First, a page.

2. Health conditions such as canine cognitive dysfunction (CCD)
Stumbling across this tidbit of information made me cringe. Anything with cognitive + dysfunction sounded like a serious issue. Researching in depth led me to a study published in The Veterinary Journal. This study was intended to identify under diagnosed older canines with CCD. What drew my worried attention is the following table, listing 30 behavioral identifiers:
Obviously, our little Tofu has the staring blankly down pat. He also exhibits changes in excitement for walks and a change in time spent inactive (sleeping) per day. Okay, so 3/30 isn’t bad right? He is getting older (he is estimated between 11-13 by our earlier vet). Apparently, according to the study, pet owners say the exact same thing leading to under diagnosis:
…neurocognitive behavioral changes are commonly ignored or regarded by owners as part of the normal aging process (Landsberg and Araujo, 2005; Osella et al., 2007). In our study, the estimated CCD prevalence rate amongst older community based dogs was 14.2%, in contrast to a veterinary diagnosis rate of only 1.9%…
I kept CCD in mind (hoping Tofu doesn’t have the doggie version of Alzheimer’s disease), and kept researching.
3. Staring at walls can be a sign of Seizures
According to the American Kennel Club, not all dog seizures result in dramatic convulsions or foamy mouths.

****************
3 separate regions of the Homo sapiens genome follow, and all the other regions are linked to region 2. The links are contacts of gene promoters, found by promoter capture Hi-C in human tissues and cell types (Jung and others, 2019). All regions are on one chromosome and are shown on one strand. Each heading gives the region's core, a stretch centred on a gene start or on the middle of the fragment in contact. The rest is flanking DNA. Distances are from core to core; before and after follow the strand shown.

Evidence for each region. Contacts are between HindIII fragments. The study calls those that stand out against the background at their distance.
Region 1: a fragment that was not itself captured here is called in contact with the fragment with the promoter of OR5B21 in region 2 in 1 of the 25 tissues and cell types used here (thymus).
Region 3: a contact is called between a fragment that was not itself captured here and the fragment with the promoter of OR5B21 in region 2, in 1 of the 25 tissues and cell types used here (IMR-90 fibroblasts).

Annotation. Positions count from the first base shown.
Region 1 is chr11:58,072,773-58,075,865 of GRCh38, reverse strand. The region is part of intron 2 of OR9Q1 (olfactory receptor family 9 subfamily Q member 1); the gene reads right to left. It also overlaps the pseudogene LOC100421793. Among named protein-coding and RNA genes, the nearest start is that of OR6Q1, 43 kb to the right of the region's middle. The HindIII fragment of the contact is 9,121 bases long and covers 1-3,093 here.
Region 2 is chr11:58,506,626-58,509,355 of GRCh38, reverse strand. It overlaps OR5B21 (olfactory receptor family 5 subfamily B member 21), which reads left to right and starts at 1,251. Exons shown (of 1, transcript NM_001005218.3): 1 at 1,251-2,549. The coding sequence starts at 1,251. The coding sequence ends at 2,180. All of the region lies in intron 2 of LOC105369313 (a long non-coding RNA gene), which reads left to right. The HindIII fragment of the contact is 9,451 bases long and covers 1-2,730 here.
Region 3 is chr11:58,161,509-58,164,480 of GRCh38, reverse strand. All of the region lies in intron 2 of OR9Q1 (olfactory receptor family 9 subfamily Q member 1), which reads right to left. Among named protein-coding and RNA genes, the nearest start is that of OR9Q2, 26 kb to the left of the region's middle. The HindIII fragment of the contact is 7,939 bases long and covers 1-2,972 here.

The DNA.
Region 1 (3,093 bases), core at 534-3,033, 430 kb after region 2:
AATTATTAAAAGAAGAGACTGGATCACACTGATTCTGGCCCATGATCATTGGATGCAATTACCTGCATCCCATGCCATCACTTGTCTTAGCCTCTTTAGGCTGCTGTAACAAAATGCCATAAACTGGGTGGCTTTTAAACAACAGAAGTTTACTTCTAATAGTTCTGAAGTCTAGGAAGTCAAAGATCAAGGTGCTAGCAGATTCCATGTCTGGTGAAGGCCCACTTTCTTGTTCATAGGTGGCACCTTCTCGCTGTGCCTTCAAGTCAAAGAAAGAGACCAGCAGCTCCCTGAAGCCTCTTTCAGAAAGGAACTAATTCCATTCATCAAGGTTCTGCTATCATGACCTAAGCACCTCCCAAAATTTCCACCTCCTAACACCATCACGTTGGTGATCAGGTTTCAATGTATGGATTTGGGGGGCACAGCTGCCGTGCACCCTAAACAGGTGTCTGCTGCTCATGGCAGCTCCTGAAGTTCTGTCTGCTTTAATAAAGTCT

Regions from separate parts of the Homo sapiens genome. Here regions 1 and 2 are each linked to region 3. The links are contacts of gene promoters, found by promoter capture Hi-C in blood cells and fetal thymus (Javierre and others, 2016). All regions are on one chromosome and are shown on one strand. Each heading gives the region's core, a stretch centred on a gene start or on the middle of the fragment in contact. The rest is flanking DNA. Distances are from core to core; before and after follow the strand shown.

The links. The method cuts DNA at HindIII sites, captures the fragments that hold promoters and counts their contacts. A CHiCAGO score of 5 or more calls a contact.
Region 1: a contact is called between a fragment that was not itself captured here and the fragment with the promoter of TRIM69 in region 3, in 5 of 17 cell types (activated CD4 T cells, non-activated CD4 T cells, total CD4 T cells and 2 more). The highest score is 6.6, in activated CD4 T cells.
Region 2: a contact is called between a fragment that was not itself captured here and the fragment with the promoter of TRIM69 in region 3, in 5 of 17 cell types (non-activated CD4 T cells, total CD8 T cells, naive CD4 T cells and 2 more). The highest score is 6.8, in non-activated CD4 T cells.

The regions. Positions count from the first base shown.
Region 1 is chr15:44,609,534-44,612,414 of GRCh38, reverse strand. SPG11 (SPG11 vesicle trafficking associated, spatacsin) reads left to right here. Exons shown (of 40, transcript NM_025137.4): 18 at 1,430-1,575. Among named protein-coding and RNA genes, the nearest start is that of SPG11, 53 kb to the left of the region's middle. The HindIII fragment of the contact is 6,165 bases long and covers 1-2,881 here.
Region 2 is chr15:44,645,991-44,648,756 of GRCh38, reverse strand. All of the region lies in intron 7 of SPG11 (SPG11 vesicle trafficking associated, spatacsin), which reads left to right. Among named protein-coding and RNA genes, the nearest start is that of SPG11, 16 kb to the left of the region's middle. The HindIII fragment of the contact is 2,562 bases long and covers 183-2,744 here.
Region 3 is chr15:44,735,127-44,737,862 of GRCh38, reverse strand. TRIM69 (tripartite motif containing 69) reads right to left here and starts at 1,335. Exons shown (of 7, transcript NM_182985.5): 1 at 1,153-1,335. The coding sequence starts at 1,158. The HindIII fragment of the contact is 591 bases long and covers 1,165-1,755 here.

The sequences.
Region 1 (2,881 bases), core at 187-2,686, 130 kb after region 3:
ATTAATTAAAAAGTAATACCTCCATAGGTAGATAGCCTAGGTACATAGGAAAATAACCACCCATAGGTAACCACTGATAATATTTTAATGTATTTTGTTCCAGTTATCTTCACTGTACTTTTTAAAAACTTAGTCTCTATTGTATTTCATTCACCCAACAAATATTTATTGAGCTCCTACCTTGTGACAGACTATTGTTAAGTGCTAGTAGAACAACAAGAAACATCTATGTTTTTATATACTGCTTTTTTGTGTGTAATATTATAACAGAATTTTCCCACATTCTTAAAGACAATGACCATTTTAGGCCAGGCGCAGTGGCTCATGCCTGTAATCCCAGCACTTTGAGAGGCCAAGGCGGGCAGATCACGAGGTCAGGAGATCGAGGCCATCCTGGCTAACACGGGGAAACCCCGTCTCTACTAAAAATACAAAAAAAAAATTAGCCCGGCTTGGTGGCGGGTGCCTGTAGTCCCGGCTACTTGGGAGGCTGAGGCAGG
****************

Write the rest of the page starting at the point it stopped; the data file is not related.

… seizures can also present with less dramatic symptoms like staring at a wall. Staring at the wall or staring into space could be a symptom of a type of seizure called a partial seizure or a focal seizure.
Although there are many causes for seizures, I was relieved to find that this can be treated. I have now two possible diagnoses for Tofu, neither fun. With this in mind, one last reason for wall staring caught my eye on the AKC’s website and that is compulsive behavior.
4. Dogs may stare at walls because of compulsive behavior or attention-seeking
I found it fascinating that some people’s dogs made the connection that staring at the wall made their human notice them. How smart is that? All they have to do is act strange. Then they get their favorite person’s one-on-one attention quicker. I wondered if Tofu was utilizing this strategy. We do tend to say “LOOK AT HIM. LOOK AT HIM,” repeatedly when he stares at the wall. Unfortunately, he doesn’t seem to give a crap whether we notice him or not.
Although my hopes are dashed that he is seeking attention, I am relieved that he is not seeing the dead. His age and behavior leads me to lean towards the more rational scientific possible diagnoses listed above.
As soon as I scope out a new vet in the area, I intend to bring these documented concerns and get to the bottom of this phenomena. Hopefully all you pet owners out there check your walls first, do a deep personal investigation on your beliefs in ghosts and also turn to rational medical explanations with your trusted vet.